Avid for AVID

Winnetonka selected as AVID National Demonstration Site

Elizabeth Payton, Staff Writer

Sophomore Cozmo Crum claps along with students during the AVID demonstration celebration on Mar. 14. Photo by Kelsey Cowden.

After months of preparation and meticulous evaluation, Winnetonka achieved the status as an AVID National Demonstration Site on March 14, the first high school in Missouri to do so.

AVID is a program designed to help students find success in high school and life outside of high school. AVID coordinator Todd Marcantonio and other staff worked to prepare students for this recognition since the beginning of the school year.

“I was pretty confident that we would get demonstration school status even though there were things that needed to happen in order to push through those last few barriers,” Marcantonio said. “Winnetonka kids and families are very resilient. It’s a community that is very proud and this just adds to this. We can say that we have something that no other school in the area has.”

AVID students and staff traveled to the library at 1 p.m., where they were informed that they passed the criteria for the title of National Demonstration Site. In order to become a National Demonstration Site, a school must demonstrate school-wide achievement, an interest in college readiness, a committed AVID team and excellent use of AVID strategies, such as collaboration, inquiry and organization.

“This is a really big accomplishment for the school,” junior AVID student Anna Rockers said. “We are the first demonstration high school. It’s really an honor. The staff and the students have really been working hard to achieve this goal. Mr. Marcantonio has helped us be the best we can be by leading us and preparing us.”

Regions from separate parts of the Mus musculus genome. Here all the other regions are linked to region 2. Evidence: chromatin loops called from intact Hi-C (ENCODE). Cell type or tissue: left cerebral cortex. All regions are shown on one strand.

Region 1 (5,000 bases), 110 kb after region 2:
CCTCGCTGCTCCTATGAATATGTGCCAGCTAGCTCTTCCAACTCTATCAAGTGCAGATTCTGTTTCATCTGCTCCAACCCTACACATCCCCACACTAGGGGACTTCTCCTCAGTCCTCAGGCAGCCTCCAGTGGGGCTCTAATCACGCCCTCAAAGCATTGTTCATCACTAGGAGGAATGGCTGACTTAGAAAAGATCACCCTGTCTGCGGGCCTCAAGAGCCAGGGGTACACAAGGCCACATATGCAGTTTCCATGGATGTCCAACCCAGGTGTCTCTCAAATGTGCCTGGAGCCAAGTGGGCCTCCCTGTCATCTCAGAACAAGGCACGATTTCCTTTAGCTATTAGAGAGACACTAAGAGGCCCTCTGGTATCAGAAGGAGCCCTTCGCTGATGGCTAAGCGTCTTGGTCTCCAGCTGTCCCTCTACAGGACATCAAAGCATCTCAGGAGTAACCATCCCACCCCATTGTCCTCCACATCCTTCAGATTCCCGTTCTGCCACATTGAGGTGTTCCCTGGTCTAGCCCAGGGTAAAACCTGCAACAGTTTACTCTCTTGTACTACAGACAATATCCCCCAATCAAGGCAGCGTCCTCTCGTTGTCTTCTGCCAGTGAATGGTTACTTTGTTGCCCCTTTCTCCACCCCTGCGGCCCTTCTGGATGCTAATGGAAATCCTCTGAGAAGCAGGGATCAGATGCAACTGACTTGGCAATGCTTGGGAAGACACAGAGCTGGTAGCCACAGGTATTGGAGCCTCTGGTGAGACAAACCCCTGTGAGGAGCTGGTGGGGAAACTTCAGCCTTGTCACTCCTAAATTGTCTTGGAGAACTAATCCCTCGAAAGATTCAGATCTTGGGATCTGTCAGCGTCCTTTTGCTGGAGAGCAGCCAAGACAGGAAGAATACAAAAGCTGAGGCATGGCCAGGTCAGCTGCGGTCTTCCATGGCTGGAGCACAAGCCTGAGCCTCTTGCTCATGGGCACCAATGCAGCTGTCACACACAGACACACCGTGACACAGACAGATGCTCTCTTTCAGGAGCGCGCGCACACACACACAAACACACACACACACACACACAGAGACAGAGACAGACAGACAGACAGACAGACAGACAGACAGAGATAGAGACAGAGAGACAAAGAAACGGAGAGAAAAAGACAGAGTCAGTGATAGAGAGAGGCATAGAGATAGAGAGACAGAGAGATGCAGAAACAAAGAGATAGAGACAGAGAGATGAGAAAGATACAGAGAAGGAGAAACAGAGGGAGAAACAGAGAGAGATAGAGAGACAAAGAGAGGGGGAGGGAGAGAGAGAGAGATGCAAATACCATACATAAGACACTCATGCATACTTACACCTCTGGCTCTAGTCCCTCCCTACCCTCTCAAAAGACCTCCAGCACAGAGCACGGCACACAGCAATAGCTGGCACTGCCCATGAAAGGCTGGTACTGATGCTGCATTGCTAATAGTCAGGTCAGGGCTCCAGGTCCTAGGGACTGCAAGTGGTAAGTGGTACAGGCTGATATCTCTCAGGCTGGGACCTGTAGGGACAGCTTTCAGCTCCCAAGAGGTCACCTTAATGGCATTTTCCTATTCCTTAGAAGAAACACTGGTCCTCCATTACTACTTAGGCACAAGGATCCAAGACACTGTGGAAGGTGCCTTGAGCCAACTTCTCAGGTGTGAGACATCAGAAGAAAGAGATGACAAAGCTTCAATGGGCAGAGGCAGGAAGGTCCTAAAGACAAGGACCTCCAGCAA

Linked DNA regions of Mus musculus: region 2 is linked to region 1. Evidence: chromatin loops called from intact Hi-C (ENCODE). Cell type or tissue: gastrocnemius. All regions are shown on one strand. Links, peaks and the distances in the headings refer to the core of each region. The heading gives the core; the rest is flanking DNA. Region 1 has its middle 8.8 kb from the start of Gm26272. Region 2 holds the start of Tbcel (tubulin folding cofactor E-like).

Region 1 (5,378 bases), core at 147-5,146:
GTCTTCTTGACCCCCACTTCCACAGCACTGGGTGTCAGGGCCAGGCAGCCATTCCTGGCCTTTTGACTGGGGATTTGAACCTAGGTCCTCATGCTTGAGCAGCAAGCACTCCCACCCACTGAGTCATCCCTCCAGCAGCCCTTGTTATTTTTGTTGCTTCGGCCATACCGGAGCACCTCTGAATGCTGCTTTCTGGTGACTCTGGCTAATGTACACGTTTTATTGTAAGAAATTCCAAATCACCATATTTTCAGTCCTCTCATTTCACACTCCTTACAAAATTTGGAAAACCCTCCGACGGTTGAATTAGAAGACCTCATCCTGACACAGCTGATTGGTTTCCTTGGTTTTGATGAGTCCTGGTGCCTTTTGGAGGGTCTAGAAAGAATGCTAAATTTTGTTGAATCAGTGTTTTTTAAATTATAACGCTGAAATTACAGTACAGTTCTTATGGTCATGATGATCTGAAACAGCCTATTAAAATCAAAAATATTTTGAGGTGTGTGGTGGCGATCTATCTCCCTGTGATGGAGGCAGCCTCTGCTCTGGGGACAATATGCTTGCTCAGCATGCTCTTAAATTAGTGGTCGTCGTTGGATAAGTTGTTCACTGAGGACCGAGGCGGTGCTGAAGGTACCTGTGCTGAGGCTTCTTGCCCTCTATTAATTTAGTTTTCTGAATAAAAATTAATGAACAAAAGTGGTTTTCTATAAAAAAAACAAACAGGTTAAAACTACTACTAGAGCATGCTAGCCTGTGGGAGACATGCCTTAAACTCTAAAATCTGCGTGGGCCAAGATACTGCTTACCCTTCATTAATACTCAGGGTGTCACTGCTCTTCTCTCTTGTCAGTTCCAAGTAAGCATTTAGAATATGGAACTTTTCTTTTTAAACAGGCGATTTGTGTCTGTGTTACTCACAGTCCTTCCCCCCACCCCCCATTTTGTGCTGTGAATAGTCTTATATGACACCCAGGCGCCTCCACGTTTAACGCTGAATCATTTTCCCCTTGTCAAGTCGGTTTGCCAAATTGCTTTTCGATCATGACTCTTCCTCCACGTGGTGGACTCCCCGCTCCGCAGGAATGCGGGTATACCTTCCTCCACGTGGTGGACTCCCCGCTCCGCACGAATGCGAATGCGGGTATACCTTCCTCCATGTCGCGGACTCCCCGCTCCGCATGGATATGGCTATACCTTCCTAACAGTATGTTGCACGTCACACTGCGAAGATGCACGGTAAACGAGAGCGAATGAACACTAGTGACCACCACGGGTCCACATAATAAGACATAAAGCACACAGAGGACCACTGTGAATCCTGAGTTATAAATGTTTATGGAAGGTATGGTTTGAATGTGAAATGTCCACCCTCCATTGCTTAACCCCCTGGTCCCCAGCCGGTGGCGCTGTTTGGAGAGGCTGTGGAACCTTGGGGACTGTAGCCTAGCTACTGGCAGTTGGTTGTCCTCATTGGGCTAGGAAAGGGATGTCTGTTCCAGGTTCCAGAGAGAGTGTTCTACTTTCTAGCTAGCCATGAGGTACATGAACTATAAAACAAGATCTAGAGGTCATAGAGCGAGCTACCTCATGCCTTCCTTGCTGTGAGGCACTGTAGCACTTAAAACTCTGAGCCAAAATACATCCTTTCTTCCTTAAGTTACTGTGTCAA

Winnetonka is the first high school in Missouri to achieve this status, leaving behind a legacy for the upcoming generations to maintain.

“I am excited about being a demonstration school because we worked all year for it,” senior AVID student Katie Kalm said. “It’s even more exciting since I am a senior, so we are the first seniors being a part of this legacy. We worked really hard for it.”

Students are expected to have binders to hold their work, a key part of the organization piece of AVID. Also, to expand their collaboration and inquiry skills, students routinely participate in tutorial sessions where they collaborate with their peers to solve any homework problems they need help with.

“We worked on our binders, we perfected our tutorial sessions and so many other things,” Kalm said. “We are leaving a legacy behind, everyone will know who we are and how hard we worked to get here.”

During the ceremony, students and staff expressed their appreciation for the AVID program because of all the opportunities it has opened up for the students and community.

“It’s pretty amazing because we’re the first and I’ve been lucky enough to be a part of AVID since I got here, seven years ago,” social studies teacher Jared Barge said. “There are so many great things about AVID, I can’t even begin to tell you how good it is for our school.”